ON Monday last an old man, named DANIEL O’CONNELL, was brought up on the charge of having practised a trick very similar to that of the celebrated JOSEPH ADY, of “something to your advantage” notoriety. It appeared from the evidence that the prisoner had been in the habit of sending round for some years and soliciting subscriptions on the promise of being able to put the subscribers in the way of obtaining something for their advantage. By this delusive proceeding he had contrived to practise on the credulity of persons of all classes, and it was shown that he must have received, from first to last, an amount of money that we do not name, lest it should seem incredible. On being asked what he had to say in his defence, he replied, that what he promised was really likely to prove advantageous to the persons who subscribed their money.
The magistrate said, that even if it were, which he very much doubted, there was no proof that the prisoner had any power to give what he undertook to give, for though he had been taking money for doing so during a number of years, he was not now in the slightest degree nearer than he was at first to the fulfillment of his promise.
The defendant declared he was, but a person, named SMITH O’BRIEN, who professed that he had been one of the Irish ADY’s dupes, came forward to contradict him with much earnestness.
It seemed on further investigation that the defendant had been instrumental in proving the right of a large number of persons to Catholic emancipation, and on the strength of his reputation for having done this, he had been ever since doming forward continually with “something to the advantage” of those who were willing to pay him.
The Magistrate said it was a very bad case, and indeed it was melancholy to see a man, who might have become a most useful member of society, reduced to his present degraded condition. It appeared that no sum was too small, no pocket too scantily supplied for him– the prisoner– to dip into. On looking into the nature of the promised advantage, it was found to consist of Repeal, to which, in the first place, the right of O’CONNELL’s victims was very questionable; in the next place the good it might do them was more doubtful still; and in the last place, there was no doubt that O’CONNELL had neither the intention, nor the power to give it them.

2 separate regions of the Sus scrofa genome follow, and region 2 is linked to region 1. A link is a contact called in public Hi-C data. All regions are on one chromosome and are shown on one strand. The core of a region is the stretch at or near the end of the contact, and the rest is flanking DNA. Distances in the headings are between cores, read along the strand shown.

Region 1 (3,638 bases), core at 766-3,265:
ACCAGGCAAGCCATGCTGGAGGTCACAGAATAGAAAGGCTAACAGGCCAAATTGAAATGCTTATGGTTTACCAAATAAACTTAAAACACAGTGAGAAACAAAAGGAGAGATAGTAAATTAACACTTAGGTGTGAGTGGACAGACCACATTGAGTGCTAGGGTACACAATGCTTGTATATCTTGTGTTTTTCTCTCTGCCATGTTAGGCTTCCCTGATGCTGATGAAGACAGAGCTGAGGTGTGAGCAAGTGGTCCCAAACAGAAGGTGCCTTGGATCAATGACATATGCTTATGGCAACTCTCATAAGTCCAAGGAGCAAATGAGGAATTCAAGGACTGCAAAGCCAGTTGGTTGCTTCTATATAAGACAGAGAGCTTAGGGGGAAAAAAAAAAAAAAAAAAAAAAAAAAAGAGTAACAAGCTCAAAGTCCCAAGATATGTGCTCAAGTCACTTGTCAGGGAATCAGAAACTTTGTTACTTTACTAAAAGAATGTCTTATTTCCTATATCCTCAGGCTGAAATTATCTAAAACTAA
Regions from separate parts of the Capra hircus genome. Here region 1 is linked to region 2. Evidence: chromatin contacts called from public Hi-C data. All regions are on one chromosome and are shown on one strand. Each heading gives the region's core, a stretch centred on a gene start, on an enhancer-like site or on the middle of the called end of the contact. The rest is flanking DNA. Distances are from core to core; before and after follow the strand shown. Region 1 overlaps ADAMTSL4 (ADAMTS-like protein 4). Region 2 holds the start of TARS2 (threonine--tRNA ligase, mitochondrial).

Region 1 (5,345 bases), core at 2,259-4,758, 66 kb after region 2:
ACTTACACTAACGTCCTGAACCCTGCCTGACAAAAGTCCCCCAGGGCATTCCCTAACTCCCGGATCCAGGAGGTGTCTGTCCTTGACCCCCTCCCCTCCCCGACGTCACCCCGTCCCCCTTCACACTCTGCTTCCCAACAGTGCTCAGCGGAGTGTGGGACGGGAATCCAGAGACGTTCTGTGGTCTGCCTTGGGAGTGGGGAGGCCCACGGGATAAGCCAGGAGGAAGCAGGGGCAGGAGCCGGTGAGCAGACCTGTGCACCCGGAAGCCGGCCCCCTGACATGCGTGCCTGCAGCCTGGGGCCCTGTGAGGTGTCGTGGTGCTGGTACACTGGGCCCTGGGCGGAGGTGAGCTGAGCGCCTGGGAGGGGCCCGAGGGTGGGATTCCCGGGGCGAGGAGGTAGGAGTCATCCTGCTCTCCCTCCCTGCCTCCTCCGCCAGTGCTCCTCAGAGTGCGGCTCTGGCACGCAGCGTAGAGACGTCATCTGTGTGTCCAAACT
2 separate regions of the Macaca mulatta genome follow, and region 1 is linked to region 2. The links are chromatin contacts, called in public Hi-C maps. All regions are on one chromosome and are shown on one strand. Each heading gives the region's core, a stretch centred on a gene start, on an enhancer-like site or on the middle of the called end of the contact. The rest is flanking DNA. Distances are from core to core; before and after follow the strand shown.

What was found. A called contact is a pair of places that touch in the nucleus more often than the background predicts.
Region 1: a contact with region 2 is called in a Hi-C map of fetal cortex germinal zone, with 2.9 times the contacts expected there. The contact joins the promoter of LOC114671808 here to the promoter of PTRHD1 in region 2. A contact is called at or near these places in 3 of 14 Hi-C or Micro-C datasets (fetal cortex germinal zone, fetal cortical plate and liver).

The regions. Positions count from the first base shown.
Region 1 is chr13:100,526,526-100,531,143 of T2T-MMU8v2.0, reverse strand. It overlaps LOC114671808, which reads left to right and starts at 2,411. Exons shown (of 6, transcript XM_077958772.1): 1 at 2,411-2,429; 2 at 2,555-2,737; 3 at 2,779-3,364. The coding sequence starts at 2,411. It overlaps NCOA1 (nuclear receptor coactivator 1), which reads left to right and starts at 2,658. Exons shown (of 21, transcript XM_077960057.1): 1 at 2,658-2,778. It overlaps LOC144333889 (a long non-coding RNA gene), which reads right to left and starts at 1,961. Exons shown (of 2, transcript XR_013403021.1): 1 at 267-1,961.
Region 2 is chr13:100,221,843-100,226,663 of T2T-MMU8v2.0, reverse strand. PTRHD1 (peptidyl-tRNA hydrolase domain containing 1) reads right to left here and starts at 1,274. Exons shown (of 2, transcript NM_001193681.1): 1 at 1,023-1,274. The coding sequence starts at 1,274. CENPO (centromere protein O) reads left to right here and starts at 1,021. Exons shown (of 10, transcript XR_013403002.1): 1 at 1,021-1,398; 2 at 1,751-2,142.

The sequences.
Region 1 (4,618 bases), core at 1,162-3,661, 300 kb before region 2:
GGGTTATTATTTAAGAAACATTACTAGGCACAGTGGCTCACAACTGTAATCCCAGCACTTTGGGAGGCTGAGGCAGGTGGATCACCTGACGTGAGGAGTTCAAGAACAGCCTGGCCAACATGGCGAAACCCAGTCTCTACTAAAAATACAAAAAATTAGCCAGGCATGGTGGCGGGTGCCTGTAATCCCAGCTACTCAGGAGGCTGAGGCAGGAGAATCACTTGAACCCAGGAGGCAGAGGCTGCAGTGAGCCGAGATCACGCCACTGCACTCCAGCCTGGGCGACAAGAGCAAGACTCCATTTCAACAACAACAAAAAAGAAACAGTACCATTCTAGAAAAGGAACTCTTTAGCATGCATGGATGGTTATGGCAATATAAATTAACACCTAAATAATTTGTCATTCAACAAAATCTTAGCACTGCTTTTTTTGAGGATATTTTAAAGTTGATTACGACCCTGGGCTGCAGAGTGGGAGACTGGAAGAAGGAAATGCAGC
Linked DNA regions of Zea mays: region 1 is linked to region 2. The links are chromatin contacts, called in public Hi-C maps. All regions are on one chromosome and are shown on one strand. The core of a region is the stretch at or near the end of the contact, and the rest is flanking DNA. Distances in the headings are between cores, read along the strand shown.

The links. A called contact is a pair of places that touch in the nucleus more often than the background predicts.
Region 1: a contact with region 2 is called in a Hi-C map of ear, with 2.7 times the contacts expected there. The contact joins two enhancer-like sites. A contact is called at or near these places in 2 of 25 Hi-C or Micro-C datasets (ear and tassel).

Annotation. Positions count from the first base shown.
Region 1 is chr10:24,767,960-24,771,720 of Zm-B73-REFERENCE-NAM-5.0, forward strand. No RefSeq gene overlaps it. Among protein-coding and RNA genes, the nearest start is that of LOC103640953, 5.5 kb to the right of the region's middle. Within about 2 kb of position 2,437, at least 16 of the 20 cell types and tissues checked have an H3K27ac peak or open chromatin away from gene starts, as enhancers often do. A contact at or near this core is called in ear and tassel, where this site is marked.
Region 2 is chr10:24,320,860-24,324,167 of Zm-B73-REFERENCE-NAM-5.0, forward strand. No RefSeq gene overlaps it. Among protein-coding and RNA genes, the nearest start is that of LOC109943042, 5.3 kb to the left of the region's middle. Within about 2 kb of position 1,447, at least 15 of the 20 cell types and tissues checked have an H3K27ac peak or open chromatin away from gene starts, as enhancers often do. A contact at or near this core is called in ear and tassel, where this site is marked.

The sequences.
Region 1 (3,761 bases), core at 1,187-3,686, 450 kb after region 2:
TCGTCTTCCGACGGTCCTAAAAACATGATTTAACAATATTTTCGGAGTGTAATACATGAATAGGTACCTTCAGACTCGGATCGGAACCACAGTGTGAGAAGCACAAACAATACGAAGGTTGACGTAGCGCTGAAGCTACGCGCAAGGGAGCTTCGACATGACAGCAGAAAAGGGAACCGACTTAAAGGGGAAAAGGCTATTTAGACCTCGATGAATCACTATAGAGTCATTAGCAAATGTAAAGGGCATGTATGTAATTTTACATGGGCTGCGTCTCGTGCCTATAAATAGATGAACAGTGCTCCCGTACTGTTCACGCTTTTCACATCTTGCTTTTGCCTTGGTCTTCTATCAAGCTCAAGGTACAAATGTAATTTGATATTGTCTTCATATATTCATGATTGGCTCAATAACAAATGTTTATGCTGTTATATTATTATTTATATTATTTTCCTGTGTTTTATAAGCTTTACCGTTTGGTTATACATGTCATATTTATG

The prisoner said he was an old man, and must do something for a livelihood. He had left a profitable business because he thought he could let the Irish people hear of something to their advantage; and it was very hard, after the trouble he had taken, to have his right to be paid for his trouble disputed in this manner.
The magistrate said that whatever trouble might be taken, no man had a right to be paid for merely promising what he could not accomplish, nor indeed for any misrepresentation of any kind. Doubtless, the begging impostor, who stands shivering in the streets on a frosty day, and bares his limbs to excite sympathy, has a harder task than even the lowest labourer, but the fraud and misrepresentation deprive him of all claim for removal or sympathy. He was afraid the case now before him was not unlike the one he had alluded to. The prisoner, O’CONNELL, no doubt, found it troublesome enough to continue his delusions, but this was the natural consequence of having neglected a career of honest industry. In consideration, however, of his age, and some former good conduct, the prisoner might be discharged with a caution.
The Irish ADY immediately retired from the dock, exclaiming, “Hereditary bondsmen, know ye not,” &c., &, and had scarcely got outside the door of the Court before he was at his old tricks, promising every Irishman he met “something to his advantage.”